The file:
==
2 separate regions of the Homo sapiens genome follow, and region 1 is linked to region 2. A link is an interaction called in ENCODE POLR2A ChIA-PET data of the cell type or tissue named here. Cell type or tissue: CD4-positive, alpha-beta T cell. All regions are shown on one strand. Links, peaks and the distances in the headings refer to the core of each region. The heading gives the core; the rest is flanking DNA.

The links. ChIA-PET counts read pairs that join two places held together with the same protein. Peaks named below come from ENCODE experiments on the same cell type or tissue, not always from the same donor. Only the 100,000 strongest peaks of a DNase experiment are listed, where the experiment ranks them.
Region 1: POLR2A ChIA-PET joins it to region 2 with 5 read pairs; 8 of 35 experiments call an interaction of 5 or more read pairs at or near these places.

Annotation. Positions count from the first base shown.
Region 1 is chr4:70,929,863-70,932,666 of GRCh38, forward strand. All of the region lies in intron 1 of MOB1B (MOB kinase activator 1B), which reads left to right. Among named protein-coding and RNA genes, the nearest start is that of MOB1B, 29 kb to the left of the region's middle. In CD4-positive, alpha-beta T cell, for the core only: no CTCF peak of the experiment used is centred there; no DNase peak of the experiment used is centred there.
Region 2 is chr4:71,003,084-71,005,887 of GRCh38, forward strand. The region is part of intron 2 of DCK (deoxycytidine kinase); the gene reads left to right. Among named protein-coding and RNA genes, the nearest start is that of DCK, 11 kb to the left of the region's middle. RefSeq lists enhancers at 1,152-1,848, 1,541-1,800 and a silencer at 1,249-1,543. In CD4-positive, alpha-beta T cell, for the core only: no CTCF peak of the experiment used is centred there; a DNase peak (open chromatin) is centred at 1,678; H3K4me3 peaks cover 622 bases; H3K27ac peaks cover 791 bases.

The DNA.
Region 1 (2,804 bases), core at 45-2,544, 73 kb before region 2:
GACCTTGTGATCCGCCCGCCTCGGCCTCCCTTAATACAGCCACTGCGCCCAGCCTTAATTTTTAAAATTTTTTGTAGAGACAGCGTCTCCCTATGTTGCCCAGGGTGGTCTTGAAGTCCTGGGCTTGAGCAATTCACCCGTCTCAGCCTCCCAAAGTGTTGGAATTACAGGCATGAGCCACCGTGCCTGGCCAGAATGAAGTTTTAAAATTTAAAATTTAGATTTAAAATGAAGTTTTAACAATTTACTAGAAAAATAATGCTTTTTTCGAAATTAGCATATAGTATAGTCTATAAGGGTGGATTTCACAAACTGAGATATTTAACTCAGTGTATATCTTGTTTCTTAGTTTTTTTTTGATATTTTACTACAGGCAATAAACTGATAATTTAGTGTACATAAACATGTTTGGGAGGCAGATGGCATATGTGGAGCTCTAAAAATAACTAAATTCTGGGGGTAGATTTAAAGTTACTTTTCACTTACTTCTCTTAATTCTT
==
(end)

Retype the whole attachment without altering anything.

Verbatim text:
2 separate regions of the Homo sapiens genome follow, and region 1 is linked to region 2. A link is an interaction called in ENCODE POLR2A ChIA-PET data of the cell type or tissue named here. Cell type or tissue: CD4-positive, alpha-beta T cell. All regions are shown on one strand. Links, peaks and the distances in the headings refer to the core of each region. The heading gives the core; the rest is flanking DNA.

The links. ChIA-PET counts read pairs that join two places held together with the same protein. Peaks named below come from ENCODE experiments on the same cell type or tissue, not always from the same donor. Only the 100,000 strongest peaks of a DNase experiment are listed, where the experiment ranks them.
Region 1: POLR2A ChIA-PET joins it to region 2 with 5 read pairs; 8 of 35 experiments call an interaction of 5 or more read pairs at or near these places.

Annotation. Positions count from the first base shown.
Region 1 is chr4:70,929,863-70,932,666 of GRCh38, forward strand. All of the region lies in intron 1 of MOB1B (MOB kinase activator 1B), which reads left to right. Among named protein-coding and RNA genes, the nearest start is that of MOB1B, 29 kb to the left of the region's middle. In CD4-positive, alpha-beta T cell, for the core only: no CTCF peak of the experiment used is centred there; no DNase peak of the experiment used is centred there.
Region 2 is chr4:71,003,084-71,005,887 of GRCh38, forward strand. The region is part of intron 2 of DCK (deoxycytidine kinase); the gene reads left to right. Among named protein-coding and RNA genes, the nearest start is that of DCK, 11 kb to the left of the region's middle. RefSeq lists enhancers at 1,152-1,848, 1,541-1,800 and a silencer at 1,249-1,543. In CD4-positive, alpha-beta T cell, for the core only: no CTCF peak of the experiment used is centred there; a DNase peak (open chromatin) is centred at 1,678; H3K4me3 peaks cover 622 bases; H3K27ac peaks cover 791 bases.

The DNA.
Region 1 (2,804 bases), core at 45-2,544, 73 kb before region 2:
GACCTTGTGATCCGCCCGCCTCGGCCTCCCTTAATACAGCCACTGCGCCCAGCCTTAATTTTTAAAATTTTTTGTAGAGACAGCGTCTCCCTATGTTGCCCAGGGTGGTCTTGAAGTCCTGGGCTTGAGCAATTCACCCGTCTCAGCCTCCCAAAGTGTTGGAATTACAGGCATGAGCCACCGTGCCTGGCCAGAATGAAGTTTTAAAATTTAAAATTTAGATTTAAAATGAAGTTTTAACAATTTACTAGAAAAATAATGCTTTTTTCGAAATTAGCATATAGTATAGTCTATAAGGGTGGATTTCACAAACTGAGATATTTAACTCAGTGTATATCTTGTTTCTTAGTTTTTTTTTGATATTTTACTACAGGCAATAAACTGATAATTTAGTGTACATAAACATGTTTGGGAGGCAGATGGCATATGTGGAGCTCTAAAAATAACTAAATTCTGGGGGTAGATTTAAAGTTACTTTTCACTTACTTCTCTTAATTCTT